Mobility Matters, Stepping Out in Faith is Amy Bovaird‘s story of adjusting to life after Retinitis Pigmentosa robbed her of enough sight to make her legally blind. Amy addresses her struggles with forthright humour and I could see myself doing the same things (but with a far less degree of humility and grace). For example, Amy writes about her introductory conversation with Bob, the man who would become her mobility instructor.
“Bob, I run into tables and open cupboard doors and miss steps. I walk into walls and bump my head on my breakfast bar.”
“Are you legally blind?”
“I’m not sure.” Twenty years earlier, when I was diagnosed, the doctor said as much.
Yes, like Amy, I suspect I too would have denied it for two decades. However, Amy and I first became acquainted not through her book but because we both participated in an online writing challenge. We became acquaintances and, I like to think now, friends. I have come to know how little she lets stand in her way. Amy will often post on Facebook that she is “Going for a run.” I’ve yet to figure out how she does that. I am not legally blind, though I’m not certain if there is a legal status for clumsiness. I do not run. It’s a thing. Amy does it as a legally blind person. I think she’s always done it. She enjoys it.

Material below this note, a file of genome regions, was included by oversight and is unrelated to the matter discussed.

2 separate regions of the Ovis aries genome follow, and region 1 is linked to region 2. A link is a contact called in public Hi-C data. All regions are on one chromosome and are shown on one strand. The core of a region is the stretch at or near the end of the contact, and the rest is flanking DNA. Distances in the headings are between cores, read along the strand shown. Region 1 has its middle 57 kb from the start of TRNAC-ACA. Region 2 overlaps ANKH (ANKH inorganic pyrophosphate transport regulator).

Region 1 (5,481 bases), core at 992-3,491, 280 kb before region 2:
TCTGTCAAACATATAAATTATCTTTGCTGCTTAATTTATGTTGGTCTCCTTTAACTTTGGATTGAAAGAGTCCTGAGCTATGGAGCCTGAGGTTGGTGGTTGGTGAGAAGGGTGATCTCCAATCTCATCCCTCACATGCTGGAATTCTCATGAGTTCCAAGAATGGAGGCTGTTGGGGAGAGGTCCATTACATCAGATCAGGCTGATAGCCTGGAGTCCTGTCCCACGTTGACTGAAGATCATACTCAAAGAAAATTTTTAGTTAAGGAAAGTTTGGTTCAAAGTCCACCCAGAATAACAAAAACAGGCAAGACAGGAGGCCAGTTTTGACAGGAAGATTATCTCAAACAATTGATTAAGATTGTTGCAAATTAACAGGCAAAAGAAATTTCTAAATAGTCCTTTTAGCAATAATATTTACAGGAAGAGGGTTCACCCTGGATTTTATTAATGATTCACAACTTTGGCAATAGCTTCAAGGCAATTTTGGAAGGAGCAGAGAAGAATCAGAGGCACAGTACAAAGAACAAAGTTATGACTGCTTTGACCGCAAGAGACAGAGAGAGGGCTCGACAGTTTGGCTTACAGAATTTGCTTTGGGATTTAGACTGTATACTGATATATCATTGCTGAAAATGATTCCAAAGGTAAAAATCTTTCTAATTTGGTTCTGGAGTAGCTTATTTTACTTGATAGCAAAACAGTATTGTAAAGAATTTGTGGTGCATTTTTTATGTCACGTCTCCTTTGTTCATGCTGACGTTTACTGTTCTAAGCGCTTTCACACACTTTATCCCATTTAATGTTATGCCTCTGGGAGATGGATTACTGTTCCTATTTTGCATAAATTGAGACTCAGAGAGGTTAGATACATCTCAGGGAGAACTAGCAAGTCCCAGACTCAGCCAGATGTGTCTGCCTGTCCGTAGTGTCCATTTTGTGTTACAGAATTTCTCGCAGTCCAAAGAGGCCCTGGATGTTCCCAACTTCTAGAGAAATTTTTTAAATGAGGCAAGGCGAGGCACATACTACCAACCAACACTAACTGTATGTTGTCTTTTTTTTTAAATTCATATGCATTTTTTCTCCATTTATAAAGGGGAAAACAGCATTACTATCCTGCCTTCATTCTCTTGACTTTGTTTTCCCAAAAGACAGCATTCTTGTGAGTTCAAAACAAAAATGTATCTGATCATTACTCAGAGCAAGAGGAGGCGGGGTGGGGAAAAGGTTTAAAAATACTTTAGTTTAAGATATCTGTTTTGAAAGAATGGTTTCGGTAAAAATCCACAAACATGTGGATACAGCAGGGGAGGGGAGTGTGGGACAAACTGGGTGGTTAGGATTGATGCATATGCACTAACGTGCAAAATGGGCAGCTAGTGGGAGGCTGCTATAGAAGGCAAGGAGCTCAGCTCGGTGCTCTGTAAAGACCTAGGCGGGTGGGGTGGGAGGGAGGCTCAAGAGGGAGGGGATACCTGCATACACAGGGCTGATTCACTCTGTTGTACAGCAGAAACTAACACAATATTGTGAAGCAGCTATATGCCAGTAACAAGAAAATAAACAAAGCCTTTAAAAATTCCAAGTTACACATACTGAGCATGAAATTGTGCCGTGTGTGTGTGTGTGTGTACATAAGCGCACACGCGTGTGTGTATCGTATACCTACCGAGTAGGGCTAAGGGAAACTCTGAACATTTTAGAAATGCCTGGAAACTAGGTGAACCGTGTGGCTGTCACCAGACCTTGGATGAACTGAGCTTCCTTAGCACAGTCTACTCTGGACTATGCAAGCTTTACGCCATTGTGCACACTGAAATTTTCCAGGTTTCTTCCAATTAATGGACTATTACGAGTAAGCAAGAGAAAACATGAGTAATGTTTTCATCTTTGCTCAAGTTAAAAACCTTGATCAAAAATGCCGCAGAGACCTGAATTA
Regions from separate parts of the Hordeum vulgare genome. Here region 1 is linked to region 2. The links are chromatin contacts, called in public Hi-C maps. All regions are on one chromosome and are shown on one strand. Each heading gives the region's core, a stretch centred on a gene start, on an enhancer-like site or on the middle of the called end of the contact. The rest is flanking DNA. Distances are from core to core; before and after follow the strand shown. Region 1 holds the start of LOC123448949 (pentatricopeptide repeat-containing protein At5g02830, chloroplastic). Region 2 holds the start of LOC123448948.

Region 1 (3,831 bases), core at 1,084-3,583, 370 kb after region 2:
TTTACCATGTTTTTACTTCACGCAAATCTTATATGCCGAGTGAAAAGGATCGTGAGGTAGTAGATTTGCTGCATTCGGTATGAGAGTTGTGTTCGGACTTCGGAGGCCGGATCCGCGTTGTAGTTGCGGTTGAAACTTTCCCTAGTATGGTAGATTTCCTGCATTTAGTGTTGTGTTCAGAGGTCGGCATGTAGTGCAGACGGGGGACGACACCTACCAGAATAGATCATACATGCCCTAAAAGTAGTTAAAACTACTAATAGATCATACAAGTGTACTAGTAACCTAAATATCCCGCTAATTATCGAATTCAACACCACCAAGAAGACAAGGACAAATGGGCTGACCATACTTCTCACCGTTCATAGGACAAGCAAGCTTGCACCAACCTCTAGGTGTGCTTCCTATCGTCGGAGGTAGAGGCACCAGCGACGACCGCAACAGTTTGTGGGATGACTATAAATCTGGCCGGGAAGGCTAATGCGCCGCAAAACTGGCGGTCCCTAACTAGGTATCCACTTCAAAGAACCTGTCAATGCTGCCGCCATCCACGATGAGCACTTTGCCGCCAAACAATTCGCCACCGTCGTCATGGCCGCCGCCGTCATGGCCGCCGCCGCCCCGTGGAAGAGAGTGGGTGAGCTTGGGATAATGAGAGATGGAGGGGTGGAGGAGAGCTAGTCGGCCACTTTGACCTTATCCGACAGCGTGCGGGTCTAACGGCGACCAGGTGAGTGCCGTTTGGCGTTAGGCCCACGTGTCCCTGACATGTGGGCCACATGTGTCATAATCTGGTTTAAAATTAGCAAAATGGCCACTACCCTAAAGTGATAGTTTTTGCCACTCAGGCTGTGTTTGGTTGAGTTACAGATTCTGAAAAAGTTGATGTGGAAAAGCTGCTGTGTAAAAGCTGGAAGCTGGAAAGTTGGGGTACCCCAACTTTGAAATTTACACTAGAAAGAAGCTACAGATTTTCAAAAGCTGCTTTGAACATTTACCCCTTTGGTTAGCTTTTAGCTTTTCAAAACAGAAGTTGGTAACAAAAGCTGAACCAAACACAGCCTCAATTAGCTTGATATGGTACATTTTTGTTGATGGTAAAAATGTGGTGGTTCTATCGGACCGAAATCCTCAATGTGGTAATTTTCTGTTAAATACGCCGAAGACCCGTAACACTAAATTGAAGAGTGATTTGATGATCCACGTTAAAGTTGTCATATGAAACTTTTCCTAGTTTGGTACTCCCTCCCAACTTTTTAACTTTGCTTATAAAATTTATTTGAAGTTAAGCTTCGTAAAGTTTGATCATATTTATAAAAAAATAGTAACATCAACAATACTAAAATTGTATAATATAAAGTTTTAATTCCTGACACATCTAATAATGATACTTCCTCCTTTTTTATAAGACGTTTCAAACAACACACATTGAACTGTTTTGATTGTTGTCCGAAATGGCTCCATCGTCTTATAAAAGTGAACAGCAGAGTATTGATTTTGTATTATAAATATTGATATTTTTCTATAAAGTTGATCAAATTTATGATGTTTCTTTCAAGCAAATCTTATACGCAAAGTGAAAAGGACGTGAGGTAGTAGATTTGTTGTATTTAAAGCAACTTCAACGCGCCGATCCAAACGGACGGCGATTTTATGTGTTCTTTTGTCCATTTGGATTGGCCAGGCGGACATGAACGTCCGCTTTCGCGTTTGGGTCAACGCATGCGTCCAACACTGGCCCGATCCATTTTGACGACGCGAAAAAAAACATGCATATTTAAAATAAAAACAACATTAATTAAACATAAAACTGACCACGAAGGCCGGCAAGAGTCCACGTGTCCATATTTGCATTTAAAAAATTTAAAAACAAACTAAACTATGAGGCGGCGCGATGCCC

She has seen the world in ways I’ll never hope to. She has lived on more continents and in more countries than I even hope to visit. She continues to write, even though if she’s reading, “printed words will break up and disappear, and then fall into place a minute later. It’s maddening.” Yes, it is. I’ve struggled with my own reading lately, though I know it’s a temporary thing. I often wonder what I would do, how I would cope, if I couldn’t see the birds I love so much.
As much as I appreciated Mobility Matters for what I learned about coping with vision loss, the thing that impacted me most was the other condition Amy lives with. Amy can’t hear without the assistance of hearing aids.
My mother can’t hear, even with them. In spite of what I think they may bring to her life–me, a hearing person–my mother once told me they don’t make anything clearer, but the hearing aids only make the muffle louder. Amy writes,
“By the time evening came around, I wanted to rip them out of my ears. When I climbed the steps to my apartment, the jarring footstep on each stair sounded like it came from a giant instead of a ninety-eight pound girl. The voice on the radio hit me as if someone shouted through a loudspeaker right next to me. The ticking of the clock sounded like someone slamming down a hammer at precise and even intervals. At 10:00, I took them out and finally got a break. I rubbed my ears and lay down wondering how I’d stand it for the rest of my life.”
I found myself rereading the passages about Amy’s hearing loss several times. My mother has needed her hearing aids–and, I venture, hated every single minute–for decades. I think I finally understand why we argued over them. Why she pretended she could hear when we knew she couldn’t. Why we selfishly thought it was all about us.